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1040ez 2013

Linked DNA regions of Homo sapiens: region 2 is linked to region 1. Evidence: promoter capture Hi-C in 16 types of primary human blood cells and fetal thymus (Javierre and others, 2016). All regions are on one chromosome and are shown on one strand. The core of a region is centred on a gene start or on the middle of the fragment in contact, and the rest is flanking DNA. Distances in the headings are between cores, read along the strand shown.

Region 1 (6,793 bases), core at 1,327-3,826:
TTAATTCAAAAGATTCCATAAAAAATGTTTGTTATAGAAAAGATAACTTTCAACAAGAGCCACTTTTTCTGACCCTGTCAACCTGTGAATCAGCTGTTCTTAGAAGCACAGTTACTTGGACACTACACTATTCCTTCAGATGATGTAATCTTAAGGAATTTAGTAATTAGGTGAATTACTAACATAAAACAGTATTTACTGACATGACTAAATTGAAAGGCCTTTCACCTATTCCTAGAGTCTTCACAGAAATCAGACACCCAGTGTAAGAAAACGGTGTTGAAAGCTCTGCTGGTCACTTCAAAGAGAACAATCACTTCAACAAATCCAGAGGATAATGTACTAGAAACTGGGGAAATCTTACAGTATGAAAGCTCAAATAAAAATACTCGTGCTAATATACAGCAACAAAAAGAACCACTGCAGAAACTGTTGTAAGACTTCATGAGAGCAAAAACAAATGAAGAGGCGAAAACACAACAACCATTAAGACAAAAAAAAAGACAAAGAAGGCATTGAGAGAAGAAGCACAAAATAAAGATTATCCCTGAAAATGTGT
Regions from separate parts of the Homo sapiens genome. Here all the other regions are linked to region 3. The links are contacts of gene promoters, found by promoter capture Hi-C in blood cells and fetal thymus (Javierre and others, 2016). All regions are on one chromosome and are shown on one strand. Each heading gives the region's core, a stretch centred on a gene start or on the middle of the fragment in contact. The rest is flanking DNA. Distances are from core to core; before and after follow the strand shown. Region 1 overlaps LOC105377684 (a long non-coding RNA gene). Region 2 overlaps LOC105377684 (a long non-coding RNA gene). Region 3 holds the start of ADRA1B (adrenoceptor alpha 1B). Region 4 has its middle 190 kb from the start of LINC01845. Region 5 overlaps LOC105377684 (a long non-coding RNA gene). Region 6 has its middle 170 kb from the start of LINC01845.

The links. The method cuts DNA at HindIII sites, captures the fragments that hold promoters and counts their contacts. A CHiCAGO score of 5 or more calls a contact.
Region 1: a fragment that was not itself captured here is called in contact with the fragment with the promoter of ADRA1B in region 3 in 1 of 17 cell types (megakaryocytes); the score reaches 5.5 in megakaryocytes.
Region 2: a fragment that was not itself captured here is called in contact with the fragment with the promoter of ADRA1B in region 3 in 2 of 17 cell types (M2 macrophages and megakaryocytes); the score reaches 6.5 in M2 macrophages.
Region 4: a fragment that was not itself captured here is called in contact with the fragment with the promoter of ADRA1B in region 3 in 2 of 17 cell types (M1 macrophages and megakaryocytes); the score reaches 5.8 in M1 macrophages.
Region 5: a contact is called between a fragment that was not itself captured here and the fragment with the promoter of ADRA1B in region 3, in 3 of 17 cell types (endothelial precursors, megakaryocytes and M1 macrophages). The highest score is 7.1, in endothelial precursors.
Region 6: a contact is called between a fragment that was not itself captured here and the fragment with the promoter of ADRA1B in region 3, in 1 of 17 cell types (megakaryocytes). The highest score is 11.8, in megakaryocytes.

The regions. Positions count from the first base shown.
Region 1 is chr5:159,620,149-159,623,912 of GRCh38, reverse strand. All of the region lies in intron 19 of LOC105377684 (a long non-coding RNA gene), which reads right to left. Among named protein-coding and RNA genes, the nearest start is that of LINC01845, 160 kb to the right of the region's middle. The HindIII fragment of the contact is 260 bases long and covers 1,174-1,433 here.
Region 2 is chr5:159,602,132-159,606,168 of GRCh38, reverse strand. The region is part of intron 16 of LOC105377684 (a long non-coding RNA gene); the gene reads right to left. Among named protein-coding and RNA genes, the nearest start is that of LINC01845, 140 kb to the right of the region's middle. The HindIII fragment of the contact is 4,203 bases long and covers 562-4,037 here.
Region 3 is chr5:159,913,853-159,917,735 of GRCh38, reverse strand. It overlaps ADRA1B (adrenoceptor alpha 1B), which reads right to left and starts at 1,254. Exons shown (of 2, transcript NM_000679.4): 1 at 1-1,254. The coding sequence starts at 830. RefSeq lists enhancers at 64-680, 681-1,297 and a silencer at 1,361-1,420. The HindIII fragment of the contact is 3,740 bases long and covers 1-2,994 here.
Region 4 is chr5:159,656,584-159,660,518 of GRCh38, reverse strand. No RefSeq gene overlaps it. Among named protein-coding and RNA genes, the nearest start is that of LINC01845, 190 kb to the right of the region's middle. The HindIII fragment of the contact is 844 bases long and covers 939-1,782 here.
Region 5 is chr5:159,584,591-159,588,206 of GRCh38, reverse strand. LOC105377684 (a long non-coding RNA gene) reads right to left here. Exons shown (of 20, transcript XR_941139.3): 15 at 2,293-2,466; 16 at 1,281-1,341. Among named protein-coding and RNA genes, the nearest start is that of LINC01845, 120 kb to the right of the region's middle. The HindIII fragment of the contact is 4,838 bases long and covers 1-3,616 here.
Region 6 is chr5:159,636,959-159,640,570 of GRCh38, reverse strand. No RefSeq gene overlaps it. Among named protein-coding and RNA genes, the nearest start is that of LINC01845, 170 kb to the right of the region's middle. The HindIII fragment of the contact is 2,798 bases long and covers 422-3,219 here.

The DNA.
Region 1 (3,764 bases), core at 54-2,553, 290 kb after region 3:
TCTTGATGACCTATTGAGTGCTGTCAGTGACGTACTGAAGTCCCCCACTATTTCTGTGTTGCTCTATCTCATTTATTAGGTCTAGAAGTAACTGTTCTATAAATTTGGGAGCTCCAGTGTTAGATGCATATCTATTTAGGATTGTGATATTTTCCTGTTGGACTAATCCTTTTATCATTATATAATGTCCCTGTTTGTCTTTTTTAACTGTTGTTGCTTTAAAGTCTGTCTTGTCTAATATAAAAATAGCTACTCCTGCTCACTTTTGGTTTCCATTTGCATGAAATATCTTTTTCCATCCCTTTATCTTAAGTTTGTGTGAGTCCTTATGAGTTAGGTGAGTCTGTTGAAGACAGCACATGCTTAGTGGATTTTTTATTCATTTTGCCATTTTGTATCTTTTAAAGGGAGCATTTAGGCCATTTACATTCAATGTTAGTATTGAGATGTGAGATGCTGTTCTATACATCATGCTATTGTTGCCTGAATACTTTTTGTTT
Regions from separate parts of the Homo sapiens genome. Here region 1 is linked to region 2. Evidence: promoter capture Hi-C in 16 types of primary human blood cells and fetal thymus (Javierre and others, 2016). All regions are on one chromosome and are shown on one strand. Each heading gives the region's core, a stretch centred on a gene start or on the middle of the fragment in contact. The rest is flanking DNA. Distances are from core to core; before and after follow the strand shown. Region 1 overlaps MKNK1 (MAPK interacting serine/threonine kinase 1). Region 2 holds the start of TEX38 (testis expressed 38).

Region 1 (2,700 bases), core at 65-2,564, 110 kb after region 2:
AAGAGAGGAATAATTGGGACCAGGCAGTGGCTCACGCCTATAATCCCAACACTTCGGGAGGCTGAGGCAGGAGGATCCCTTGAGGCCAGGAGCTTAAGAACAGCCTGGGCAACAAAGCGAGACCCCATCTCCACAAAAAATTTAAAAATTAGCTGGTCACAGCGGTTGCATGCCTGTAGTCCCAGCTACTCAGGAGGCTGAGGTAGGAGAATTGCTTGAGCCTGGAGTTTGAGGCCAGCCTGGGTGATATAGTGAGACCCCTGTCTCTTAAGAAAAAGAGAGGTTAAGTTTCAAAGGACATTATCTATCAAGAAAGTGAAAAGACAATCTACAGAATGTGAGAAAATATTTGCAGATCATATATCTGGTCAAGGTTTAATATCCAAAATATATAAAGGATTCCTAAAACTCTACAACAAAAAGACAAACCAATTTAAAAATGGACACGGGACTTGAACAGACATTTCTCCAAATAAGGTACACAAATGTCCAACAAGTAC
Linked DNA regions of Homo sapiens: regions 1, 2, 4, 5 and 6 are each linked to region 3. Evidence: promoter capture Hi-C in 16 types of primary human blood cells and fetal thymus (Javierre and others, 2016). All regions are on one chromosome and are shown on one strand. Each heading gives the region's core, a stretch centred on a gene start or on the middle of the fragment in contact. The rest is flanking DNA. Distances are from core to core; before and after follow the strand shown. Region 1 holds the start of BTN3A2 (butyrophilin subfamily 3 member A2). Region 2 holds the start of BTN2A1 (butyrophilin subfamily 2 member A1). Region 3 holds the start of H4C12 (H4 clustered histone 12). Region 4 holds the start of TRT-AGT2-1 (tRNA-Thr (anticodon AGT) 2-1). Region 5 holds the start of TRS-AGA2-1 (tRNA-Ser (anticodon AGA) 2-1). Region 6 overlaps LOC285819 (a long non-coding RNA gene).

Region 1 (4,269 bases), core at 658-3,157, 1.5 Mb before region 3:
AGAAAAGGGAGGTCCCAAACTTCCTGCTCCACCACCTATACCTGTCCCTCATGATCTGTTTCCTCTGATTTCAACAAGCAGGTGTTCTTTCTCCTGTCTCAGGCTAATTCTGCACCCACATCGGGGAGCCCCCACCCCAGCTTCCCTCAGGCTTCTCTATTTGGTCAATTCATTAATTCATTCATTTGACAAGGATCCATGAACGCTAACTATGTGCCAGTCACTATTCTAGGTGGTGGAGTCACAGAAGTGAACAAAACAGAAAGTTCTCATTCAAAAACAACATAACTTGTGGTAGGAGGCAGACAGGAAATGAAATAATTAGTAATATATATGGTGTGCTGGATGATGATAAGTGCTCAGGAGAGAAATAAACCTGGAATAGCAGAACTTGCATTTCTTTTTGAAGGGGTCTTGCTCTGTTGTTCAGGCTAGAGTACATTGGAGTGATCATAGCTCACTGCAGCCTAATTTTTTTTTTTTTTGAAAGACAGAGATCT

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1040ez 2013